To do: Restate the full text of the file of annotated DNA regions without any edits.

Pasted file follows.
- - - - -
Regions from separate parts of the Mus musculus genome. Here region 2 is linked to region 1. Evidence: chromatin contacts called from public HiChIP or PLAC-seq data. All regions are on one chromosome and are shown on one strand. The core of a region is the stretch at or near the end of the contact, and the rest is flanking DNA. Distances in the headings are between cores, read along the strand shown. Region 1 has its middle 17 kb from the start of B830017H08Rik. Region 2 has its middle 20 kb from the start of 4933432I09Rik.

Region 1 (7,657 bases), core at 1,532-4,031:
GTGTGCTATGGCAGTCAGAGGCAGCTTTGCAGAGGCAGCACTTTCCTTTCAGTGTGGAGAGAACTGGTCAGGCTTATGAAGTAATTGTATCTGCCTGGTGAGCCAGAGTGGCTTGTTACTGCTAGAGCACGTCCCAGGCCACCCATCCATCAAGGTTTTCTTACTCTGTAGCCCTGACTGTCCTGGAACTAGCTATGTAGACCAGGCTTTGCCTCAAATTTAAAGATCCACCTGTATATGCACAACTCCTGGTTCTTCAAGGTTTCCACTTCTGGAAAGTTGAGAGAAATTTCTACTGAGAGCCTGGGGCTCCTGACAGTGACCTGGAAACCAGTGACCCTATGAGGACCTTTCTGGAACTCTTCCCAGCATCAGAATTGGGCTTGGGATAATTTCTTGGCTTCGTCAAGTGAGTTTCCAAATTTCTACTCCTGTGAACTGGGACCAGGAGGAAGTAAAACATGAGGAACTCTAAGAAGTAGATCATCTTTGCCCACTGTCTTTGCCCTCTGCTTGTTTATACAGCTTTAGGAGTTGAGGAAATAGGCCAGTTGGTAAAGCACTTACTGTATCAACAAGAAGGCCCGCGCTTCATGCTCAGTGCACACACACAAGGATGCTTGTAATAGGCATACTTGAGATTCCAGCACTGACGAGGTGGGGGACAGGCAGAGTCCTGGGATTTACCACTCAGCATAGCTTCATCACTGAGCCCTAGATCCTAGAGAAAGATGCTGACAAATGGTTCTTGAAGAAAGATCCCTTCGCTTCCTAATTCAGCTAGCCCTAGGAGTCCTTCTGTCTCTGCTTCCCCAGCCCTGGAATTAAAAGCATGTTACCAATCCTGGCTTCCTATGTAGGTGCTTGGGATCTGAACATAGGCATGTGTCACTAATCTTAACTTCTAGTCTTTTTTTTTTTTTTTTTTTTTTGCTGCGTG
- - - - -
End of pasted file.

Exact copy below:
Regions from separate parts of the Mus musculus genome. Here region 2 is linked to region 1. Evidence: chromatin contacts called from public HiChIP or PLAC-seq data. All regions are on one chromosome and are shown on one strand. The core of a region is the stretch at or near the end of the contact, and the rest is flanking DNA. Distances in the headings are between cores, read along the strand shown. Region 1 has its middle 17 kb from the start of B830017H08Rik. Region 2 has its middle 20 kb from the start of 4933432I09Rik.

Region 1 (7,657 bases), core at 1,532-4,031:
GTGTGCTATGGCAGTCAGAGGCAGCTTTGCAGAGGCAGCACTTTCCTTTCAGTGTGGAGAGAACTGGTCAGGCTTATGAAGTAATTGTATCTGCCTGGTGAGCCAGAGTGGCTTGTTACTGCTAGAGCACGTCCCAGGCCACCCATCCATCAAGGTTTTCTTACTCTGTAGCCCTGACTGTCCTGGAACTAGCTATGTAGACCAGGCTTTGCCTCAAATTTAAAGATCCACCTGTATATGCACAACTCCTGGTTCTTCAAGGTTTCCACTTCTGGAAAGTTGAGAGAAATTTCTACTGAGAGCCTGGGGCTCCTGACAGTGACCTGGAAACCAGTGACCCTATGAGGACCTTTCTGGAACTCTTCCCAGCATCAGAATTGGGCTTGGGATAATTTCTTGGCTTCGTCAAGTGAGTTTCCAAATTTCTACTCCTGTGAACTGGGACCAGGAGGAAGTAAAACATGAGGAACTCTAAGAAGTAGATCATCTTTGCCCACTGTCTTTGCCCTCTGCTTGTTTATACAGCTTTAGGAGTTGAGGAAATAGGCCAGTTGGTAAAGCACTTACTGTATCAACAAGAAGGCCCGCGCTTCATGCTCAGTGCACACACACAAGGATGCTTGTAATAGGCATACTTGAGATTCCAGCACTGACGAGGTGGGGGACAGGCAGAGTCCTGGGATTTACCACTCAGCATAGCTTCATCACTGAGCCCTAGATCCTAGAGAAAGATGCTGACAAATGGTTCTTGAAGAAAGATCCCTTCGCTTCCTAATTCAGCTAGCCCTAGGAGTCCTTCTGTCTCTGCTTCCCCAGCCCTGGAATTAAAAGCATGTTACCAATCCTGGCTTCCTATGTAGGTGCTTGGGATCTGAACATAGGCATGTGTCACTAATCTTAACTTCTAGTCTTTTTTTTTTTTTTTTTTTTTTGCTGCGTG